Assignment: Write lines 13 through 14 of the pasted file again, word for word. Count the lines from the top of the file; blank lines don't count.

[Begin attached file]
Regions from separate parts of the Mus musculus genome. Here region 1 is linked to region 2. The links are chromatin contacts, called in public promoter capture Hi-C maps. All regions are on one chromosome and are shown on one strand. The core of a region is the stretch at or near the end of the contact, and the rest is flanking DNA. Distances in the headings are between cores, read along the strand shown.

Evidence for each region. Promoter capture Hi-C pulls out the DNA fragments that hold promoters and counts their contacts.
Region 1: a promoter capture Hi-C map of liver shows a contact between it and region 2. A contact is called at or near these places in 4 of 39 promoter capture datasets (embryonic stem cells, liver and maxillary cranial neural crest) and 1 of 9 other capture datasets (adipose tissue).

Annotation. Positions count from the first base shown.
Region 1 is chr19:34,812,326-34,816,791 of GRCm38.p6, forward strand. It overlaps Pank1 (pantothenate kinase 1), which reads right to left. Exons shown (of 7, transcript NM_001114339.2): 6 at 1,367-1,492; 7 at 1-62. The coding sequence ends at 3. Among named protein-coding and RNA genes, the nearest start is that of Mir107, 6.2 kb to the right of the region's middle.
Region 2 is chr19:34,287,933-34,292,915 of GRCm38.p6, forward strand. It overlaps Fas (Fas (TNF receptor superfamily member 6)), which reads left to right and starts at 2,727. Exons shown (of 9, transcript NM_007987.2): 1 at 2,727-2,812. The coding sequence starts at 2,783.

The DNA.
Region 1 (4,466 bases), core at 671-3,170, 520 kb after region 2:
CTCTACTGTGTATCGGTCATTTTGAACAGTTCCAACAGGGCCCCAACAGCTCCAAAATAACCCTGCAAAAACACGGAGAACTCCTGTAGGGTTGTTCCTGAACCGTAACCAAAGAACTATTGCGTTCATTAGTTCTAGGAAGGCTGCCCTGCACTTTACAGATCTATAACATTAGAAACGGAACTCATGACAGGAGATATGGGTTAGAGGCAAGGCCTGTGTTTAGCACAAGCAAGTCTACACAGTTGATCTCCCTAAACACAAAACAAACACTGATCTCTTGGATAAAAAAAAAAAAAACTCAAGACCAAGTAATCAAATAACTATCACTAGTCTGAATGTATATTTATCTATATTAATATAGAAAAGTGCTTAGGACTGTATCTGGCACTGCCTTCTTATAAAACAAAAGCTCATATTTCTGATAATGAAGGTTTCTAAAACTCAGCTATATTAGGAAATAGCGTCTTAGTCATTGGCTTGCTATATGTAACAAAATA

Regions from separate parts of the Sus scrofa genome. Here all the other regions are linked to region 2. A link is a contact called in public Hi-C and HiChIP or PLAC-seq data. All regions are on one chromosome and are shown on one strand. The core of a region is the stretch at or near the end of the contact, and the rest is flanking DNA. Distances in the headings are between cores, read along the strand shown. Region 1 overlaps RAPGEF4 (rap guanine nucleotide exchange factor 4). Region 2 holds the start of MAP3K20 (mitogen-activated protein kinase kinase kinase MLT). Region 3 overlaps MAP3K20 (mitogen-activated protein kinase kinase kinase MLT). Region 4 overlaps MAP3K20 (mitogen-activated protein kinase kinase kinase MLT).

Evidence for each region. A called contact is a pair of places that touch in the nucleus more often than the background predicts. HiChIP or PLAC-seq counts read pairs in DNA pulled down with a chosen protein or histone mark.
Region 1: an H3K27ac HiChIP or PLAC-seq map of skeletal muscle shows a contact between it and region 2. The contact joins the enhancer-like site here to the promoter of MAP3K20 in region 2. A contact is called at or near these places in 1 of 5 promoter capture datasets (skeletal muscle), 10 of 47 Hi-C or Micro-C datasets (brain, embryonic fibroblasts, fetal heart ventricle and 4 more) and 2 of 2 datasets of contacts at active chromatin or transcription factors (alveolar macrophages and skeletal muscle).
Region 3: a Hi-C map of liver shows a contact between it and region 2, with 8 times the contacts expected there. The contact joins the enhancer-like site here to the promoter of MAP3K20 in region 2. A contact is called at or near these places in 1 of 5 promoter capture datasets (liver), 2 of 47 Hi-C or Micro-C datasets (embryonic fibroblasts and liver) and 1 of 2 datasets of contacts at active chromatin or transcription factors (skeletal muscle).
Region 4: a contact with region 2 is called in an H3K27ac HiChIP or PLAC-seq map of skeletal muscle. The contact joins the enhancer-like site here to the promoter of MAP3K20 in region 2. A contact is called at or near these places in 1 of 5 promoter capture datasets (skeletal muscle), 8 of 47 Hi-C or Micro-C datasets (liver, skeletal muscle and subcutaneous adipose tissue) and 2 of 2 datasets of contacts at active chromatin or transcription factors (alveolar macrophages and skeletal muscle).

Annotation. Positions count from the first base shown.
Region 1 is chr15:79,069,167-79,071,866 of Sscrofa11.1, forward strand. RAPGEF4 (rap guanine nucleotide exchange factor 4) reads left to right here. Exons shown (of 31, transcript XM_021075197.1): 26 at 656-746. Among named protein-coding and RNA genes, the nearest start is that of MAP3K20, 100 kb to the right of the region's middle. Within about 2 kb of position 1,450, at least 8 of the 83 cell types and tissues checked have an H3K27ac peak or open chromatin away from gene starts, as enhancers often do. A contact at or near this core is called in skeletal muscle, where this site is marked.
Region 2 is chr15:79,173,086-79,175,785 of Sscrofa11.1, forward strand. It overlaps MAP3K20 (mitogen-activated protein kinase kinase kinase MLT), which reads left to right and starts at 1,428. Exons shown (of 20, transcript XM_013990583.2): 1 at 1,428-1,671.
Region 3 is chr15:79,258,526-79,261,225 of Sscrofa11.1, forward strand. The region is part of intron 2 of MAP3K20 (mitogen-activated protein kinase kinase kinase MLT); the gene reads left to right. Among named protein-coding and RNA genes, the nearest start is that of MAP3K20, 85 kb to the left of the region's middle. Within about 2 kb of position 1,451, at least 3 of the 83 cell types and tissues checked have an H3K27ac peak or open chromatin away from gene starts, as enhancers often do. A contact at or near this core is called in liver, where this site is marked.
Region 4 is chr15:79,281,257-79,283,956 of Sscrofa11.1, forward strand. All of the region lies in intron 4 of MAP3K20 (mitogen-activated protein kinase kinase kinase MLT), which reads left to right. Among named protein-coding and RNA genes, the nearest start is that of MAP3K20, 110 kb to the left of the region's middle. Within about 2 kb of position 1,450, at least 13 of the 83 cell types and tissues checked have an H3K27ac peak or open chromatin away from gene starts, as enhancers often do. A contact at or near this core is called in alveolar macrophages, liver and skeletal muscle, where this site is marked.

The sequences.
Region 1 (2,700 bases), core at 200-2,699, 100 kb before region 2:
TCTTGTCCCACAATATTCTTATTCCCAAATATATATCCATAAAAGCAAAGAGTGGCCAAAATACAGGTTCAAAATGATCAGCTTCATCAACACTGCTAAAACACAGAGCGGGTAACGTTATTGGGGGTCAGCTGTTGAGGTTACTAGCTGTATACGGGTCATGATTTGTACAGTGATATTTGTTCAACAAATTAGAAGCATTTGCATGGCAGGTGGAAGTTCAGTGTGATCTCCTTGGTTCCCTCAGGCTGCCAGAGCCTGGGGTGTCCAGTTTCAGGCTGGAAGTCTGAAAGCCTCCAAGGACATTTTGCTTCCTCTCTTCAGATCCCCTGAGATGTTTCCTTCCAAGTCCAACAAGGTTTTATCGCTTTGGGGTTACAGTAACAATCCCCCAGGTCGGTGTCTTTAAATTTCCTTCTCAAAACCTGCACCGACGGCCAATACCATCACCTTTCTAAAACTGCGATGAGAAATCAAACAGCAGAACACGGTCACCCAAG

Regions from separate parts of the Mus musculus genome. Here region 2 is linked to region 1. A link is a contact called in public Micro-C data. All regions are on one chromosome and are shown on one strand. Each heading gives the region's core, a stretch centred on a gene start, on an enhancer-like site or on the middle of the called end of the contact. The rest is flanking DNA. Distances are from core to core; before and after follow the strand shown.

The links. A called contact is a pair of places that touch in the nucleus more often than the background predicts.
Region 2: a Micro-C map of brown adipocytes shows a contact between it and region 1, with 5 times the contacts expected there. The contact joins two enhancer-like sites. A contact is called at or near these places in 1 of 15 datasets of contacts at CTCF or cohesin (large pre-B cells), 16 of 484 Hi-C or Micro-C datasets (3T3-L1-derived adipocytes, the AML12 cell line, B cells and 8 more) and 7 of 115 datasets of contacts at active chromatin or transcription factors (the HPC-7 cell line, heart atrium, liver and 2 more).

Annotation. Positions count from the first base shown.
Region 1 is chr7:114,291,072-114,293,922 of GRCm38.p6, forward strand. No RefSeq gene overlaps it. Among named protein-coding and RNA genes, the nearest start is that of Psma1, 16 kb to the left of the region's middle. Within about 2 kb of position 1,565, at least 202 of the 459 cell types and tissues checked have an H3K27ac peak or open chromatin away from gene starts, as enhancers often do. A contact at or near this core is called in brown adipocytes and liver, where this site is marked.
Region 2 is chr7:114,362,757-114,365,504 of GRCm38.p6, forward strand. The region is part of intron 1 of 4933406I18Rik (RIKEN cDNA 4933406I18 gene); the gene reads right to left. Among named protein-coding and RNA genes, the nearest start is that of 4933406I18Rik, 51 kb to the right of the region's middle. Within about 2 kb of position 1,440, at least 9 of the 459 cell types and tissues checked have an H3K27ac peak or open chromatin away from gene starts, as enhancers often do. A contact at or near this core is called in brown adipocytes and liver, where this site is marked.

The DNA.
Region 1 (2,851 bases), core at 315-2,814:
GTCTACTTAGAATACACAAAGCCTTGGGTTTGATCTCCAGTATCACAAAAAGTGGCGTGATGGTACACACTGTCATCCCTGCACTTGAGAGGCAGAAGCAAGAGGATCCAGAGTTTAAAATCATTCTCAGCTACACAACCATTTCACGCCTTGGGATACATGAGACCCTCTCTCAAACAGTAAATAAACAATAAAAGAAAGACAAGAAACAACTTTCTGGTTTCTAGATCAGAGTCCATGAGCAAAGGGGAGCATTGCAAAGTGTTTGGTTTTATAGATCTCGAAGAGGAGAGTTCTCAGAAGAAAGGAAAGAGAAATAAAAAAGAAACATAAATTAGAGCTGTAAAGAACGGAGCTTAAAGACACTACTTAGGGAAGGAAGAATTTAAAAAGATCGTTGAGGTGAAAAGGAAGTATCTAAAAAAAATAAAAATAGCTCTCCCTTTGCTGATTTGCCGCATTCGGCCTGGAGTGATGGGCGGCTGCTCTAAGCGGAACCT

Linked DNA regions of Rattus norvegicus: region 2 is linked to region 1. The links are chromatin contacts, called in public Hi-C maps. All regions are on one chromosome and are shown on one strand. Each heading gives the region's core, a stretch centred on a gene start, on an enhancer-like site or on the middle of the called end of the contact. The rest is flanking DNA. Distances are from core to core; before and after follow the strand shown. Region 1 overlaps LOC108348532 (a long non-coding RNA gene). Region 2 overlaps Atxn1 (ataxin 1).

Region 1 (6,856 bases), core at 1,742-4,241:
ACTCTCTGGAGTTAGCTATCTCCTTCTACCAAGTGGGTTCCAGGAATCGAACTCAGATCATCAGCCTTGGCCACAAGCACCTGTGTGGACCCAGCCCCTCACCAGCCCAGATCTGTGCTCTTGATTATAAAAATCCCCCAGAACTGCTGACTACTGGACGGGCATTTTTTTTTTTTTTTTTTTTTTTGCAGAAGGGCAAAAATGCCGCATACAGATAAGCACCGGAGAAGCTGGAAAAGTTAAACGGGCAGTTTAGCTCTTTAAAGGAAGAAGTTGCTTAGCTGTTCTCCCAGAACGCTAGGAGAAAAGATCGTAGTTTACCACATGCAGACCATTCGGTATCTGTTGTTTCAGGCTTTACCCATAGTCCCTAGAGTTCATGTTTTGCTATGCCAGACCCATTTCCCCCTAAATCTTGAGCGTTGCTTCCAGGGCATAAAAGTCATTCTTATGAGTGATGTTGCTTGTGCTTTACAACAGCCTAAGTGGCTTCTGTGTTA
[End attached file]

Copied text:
Region 3: a Hi-C map of liver shows a contact between it and region 2, with 8 times the contacts expected there. The contact joins the enhancer-like site here to the promoter of MAP3K20 in region 2. A contact is called at or near these places in 1 of 5 promoter capture datasets (liver), 2 of 47 Hi-C or Micro-C datasets (embryonic fibroblasts and liver) and 1 of 2 datasets of contacts at active chromatin or transcription factors (skeletal muscle).
Region 4: a contact with region 2 is called in an H3K27ac HiChIP or PLAC-seq map of skeletal muscle. The contact joins the enhancer-like site here to the promoter of MAP3K20 in region 2. A contact is called at or near these places in 1 of 5 promoter capture datasets (skeletal muscle), 8 of 47 Hi-C or Micro-C datasets (liver, skeletal muscle and subcutaneous adipose tissue) and 2 of 2 datasets of contacts at active chromatin or transcription factors (alveolar macrophages and skeletal muscle).